Zygmunt Bauman in his work “Liquid Modernity” describes that any society is characterized by its social stratification, how individuals are divided into classes (there are always upper and lower classes, poor and rich).(37) The difference is only based on what criteria these tops and bottoms are determined.
Stratification analyzed through the grammatical representation of social life could be represented (introduced) by the structured meaning systems consisting of general concepts and plans of actions attached to them.(38)
For instance, consider a few sets of such categories as the following:
<child> <adolescent> <adult>
<black>, <white>, <Asian>, ...
<salesman>, <computer programmer>, <electrician>
All of these categorisations refer to individual social objects, i.e., persons, but others refer to collective social objects, such as:
<Mexico>, <Japan>, <United States of America>
<elementary school>, <middle school>
These example sets of categories are not only the conceptual definitions of social objects; they are associated with “plans”, in the sense of Miller, Galanter and Pribram (1960) or “institutionalised production systems” (Fararo and Skvoretz 1984), in which the productions pertain to the way that action is conditional on the defined situation and the “places” of the actors in the institutional framework governing that situation”.(39)
Not only we associate general cultural expectations for differential attributes and behaviors of particular categories, but these categories create the core of the gender institution. Exceptions for the categorized objects include “stateless” persons that cannot be uniquely assigned to a nation-state category or a person whose gender identity blurs the boundaries between and . Once such institutions are created, they start shaping back the conditions they were created at.
Lima balconies: correlation of cultural practices that resist and subvert gender role expectations for Lima’s women.(40)
According to Fernandez Munoz, Lima was known since the beginning of 16th century as the city of balconies. The balcony was a prerogative for elite, upper-class only due to the fact that only rich people could afford to have a second floor and the balcony. It created also the physical distance between the people on a street, and people “above”. Higgins connects Lima’s cultural and literal history with the city’s balconies to point up culture-specific race, class, and gender issues. He references urban policies intended to physically separate upper-class residents on the balconies from lower-class and indigenous street people.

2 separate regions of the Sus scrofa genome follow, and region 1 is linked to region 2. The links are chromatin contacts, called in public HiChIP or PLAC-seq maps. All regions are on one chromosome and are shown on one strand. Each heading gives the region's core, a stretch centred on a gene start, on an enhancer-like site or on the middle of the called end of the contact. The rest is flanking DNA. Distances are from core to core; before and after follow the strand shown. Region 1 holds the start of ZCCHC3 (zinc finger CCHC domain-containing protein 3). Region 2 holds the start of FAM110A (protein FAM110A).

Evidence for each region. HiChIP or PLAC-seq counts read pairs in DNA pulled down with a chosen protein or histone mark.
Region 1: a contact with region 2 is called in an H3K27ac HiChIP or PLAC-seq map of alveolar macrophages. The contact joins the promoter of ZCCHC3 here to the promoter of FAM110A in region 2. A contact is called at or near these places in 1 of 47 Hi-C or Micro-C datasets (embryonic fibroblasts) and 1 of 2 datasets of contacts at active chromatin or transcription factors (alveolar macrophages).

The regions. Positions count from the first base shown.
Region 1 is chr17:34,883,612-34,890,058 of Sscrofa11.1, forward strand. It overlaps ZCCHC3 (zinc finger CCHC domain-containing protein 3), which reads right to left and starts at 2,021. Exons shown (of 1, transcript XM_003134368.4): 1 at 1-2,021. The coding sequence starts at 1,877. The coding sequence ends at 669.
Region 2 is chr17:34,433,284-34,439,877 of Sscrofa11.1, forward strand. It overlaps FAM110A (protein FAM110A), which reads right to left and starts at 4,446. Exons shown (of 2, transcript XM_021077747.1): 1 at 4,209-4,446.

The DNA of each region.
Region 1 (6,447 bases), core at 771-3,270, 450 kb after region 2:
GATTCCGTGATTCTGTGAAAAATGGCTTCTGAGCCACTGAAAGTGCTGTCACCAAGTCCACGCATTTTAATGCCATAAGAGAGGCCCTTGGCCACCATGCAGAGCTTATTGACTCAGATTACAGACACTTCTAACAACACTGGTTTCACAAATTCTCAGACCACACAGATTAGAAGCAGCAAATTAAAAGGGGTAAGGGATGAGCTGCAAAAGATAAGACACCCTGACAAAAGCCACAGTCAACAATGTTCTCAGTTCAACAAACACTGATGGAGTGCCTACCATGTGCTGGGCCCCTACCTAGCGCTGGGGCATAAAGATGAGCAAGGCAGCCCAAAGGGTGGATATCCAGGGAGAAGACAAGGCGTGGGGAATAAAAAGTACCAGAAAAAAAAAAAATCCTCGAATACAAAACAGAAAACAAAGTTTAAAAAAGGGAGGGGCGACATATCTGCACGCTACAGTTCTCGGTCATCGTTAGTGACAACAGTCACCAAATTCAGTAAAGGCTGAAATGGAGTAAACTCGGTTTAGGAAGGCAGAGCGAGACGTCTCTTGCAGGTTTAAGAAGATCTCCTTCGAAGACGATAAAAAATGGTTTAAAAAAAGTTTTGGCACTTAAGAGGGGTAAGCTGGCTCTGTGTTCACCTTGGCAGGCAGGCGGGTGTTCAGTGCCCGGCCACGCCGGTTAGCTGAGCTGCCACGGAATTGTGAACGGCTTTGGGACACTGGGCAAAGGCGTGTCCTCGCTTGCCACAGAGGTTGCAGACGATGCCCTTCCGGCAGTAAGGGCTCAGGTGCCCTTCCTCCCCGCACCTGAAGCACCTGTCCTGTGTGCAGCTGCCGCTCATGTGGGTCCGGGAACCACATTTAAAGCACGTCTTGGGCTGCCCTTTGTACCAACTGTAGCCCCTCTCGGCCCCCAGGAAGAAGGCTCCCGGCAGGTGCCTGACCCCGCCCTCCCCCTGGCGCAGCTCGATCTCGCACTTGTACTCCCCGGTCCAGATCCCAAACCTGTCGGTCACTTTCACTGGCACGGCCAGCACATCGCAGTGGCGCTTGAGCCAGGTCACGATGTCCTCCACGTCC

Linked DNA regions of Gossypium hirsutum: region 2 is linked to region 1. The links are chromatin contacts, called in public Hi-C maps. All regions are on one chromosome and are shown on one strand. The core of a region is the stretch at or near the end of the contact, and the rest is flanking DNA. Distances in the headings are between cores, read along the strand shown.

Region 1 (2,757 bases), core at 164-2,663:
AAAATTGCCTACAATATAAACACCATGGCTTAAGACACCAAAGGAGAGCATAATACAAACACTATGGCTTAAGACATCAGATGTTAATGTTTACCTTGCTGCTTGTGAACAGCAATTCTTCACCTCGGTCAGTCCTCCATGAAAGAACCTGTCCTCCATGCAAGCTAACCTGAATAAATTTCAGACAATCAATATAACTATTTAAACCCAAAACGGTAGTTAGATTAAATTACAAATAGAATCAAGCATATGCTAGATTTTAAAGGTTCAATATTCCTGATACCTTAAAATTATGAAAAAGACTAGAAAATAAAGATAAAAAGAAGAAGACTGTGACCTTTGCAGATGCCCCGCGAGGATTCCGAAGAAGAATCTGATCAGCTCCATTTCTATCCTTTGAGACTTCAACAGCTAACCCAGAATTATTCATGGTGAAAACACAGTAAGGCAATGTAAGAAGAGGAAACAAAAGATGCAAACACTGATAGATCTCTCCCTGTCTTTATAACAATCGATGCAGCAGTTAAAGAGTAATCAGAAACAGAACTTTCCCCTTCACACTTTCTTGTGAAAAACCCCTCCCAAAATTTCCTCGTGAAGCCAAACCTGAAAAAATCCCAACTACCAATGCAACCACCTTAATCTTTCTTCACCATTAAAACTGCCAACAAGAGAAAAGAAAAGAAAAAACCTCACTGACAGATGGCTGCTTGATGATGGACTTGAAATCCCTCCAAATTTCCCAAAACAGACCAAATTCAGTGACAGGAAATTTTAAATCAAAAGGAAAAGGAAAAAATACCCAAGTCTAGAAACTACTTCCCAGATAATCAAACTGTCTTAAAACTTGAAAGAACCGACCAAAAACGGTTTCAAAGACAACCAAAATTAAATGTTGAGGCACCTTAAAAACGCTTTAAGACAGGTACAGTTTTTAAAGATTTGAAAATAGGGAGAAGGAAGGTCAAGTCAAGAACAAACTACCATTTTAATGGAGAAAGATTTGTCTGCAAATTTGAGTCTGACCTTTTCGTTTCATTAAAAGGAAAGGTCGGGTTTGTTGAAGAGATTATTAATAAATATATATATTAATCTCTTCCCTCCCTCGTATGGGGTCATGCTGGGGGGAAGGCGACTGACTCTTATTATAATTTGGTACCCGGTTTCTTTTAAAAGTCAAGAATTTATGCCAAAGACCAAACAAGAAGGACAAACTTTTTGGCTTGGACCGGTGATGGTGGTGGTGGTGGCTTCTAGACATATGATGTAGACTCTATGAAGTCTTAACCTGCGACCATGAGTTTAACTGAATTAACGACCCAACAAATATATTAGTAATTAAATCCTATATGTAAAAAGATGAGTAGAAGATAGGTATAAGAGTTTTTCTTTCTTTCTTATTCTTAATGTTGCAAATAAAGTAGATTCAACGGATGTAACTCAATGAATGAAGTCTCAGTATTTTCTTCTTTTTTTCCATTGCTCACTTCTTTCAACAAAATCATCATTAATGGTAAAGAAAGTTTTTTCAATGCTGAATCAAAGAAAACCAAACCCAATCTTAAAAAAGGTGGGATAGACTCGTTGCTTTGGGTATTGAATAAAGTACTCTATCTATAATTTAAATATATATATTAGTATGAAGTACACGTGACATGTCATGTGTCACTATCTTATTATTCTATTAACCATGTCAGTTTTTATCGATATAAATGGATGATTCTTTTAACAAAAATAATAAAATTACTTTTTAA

Symbolically, the balcony was considered as a feminine space in a house.(41) Women were not intended to enter public spaces and balcony was the compromise to stay outside and inside, therefore to enter the public domain while keeping the privacy. "Women were granted limited visual and aural access to the street via the balcony, but the semi-enclosed structure protected (and also burred) them from direct contact with people and especially men at the lower level - in the literal and figurative sense of the term.”(42)
Women spent most of the times gathering on balconies. By observing the outside world, watching without being seen, women gained influence and power in a space, which was originally intended for limitation. The architect Beatriz Pero states in her text “Concealed Gazes”: “The possibility that upper-class women’s could be watching the public space modified the behavior of the people they looked at, while the possibility of exerting control anonymously modified the behavior of the on-lookers themselves.”(43)
The difference in perspective and social inequality is also present in advanced representation system as cinema. Laura Mulvey, a British feminist film theorist, analysis mainstream cinema as a product of the patriarchal order. Her work “Visual Pleasure and Narrative Cinema” examines how the film form has been structured by the patriarchal society, in which the image of a woman is portrayed as a passive bearer of the meaning that is created by the men. According to the author, ways of seeing and pleasure in looking are formed through the male perspective and skilled manipulation of visual pleasure.(44) The power of the men to actively look is manifested in the formation of the term “male gaze”, as not only to look at but also to feel superior towards the object of the gaze.
Laura Mulvey describes the process in which the audience is brought closer to the experience by excluding the camera presence and denying that the audience is watching only the final product, and by doing so establishing the screen illusion. The formulation of this theory allows us to look at the method through which the particular construct is achieved.